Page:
Pliny the Younger (A.D. 62?–c.A.D. 113). Letters.
The Harvard Classics. 1909–14.
II. To Arrianus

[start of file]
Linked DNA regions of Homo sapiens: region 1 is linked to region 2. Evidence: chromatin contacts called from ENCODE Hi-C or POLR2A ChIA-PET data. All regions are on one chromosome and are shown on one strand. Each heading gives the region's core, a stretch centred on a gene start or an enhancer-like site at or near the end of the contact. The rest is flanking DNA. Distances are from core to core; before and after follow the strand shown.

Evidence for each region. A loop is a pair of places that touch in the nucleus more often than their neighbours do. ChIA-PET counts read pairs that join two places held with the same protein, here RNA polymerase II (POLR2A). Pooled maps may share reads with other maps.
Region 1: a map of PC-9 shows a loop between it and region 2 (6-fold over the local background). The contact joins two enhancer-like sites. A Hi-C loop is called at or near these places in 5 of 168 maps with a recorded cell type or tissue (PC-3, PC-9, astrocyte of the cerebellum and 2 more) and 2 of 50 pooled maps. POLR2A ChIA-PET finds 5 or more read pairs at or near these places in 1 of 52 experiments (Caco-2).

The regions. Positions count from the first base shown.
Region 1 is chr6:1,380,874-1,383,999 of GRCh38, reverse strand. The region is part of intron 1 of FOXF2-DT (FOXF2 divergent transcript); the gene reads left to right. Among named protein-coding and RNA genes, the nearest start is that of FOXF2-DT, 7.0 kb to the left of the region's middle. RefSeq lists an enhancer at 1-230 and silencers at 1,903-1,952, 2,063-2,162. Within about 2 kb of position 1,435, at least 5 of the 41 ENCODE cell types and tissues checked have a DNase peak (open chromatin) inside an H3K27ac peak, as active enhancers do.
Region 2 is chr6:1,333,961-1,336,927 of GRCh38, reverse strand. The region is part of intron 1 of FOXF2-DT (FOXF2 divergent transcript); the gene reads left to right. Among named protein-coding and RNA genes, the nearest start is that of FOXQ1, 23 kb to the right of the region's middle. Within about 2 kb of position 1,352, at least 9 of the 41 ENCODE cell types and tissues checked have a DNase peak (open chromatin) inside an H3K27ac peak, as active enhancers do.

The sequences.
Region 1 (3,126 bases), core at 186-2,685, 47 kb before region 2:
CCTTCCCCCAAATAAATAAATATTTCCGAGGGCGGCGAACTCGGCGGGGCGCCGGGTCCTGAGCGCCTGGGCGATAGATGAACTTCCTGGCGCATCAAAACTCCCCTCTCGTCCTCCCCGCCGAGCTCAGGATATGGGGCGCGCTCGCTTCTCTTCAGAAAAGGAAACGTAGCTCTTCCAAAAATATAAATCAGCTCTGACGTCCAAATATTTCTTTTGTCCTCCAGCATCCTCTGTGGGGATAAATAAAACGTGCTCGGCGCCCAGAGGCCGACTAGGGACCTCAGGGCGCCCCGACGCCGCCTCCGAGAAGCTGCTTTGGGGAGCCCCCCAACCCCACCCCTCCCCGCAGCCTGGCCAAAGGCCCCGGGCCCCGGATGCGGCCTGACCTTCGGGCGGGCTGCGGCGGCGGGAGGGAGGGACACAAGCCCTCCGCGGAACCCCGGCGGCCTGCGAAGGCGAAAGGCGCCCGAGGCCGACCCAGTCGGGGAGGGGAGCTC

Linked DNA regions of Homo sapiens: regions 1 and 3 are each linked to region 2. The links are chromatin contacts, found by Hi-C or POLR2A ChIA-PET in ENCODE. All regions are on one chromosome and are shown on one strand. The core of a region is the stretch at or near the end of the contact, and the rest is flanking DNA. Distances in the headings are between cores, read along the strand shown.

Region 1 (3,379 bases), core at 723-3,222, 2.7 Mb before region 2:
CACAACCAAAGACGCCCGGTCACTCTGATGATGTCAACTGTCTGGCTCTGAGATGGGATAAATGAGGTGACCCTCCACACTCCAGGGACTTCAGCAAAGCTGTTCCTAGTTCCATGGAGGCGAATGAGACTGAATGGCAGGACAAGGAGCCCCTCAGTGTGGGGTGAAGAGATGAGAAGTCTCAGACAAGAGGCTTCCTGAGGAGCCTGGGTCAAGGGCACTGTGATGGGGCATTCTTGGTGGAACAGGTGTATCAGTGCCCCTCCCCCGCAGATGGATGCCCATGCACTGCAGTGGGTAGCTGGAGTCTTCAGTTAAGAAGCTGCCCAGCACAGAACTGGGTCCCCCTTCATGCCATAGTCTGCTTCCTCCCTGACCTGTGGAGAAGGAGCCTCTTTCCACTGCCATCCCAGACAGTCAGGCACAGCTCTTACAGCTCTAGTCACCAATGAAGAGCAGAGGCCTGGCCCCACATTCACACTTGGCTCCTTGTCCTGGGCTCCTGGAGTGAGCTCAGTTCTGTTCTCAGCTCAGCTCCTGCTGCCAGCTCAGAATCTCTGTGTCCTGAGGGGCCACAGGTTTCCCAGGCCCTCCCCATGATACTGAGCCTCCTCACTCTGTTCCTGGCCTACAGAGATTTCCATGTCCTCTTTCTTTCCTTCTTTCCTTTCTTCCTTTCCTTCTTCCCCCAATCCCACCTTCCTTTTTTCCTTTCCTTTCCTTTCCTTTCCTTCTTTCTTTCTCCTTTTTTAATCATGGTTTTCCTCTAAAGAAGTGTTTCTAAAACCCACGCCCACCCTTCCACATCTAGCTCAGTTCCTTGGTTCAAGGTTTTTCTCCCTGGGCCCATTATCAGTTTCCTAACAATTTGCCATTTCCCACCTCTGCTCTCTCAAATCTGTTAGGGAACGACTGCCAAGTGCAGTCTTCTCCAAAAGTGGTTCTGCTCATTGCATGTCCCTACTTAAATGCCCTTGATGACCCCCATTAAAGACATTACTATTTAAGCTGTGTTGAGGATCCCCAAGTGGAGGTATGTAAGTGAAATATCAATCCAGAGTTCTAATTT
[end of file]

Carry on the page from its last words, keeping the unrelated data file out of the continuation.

I FORESEE your journey in my direction is likely to be delayed, and therefore send you the speech which I promised in my former; requesting you, as usual, to revise and correct it. I desire this the more earnestly as I never, I think, wrote with the same empressement in any of my former speeches; for I have endeavoured to imitate your old favourite Demosthenes and Calvus, who is lately become mine, at least in the rhetorical forms of the speech; for to catch their sublime spirit, is given, alone, to the “inspired few.” My subject, indeed, seemed naturally to lend itself to this (may I venture to call it?) emulation; consisting, as it did, almost entirely in a vehement style of address, even to a degree sufficient to have awakened me (if only I am capable of being awakened) out of that indolence in which I have long reposed. I have not, however, altogether neglected the flowers of rhetoric of my favourite Marc-Tully, wherever I could with propriety step out of my direct road, to enjoy a more flowery path: for it was energy, not austerity, at which I aimed. I would not have you imagine by this that I am bespeaking your indulgence: on the contrary, to make your correcting pen more vigorous, I will confess that neither my friends nor myself are reverse from the publication of this piece, if only you should join in the approval of what is perhaps my folly. The truth is, as I must publish something, I wish it might be this performance rather than any other, because it is already finished: (you hear the wish of laziness). At all events, however, something I must publish, and for many reasons; chiefly because the tracts which I have already sent into the world, though they have long since lost all recommendation from novelty, are still, I am told, in request; if, after all, the booksellers are not tickling my ears. And let them; since, by that innocent deceit, I am encouraged to pursue my studies. Farewell.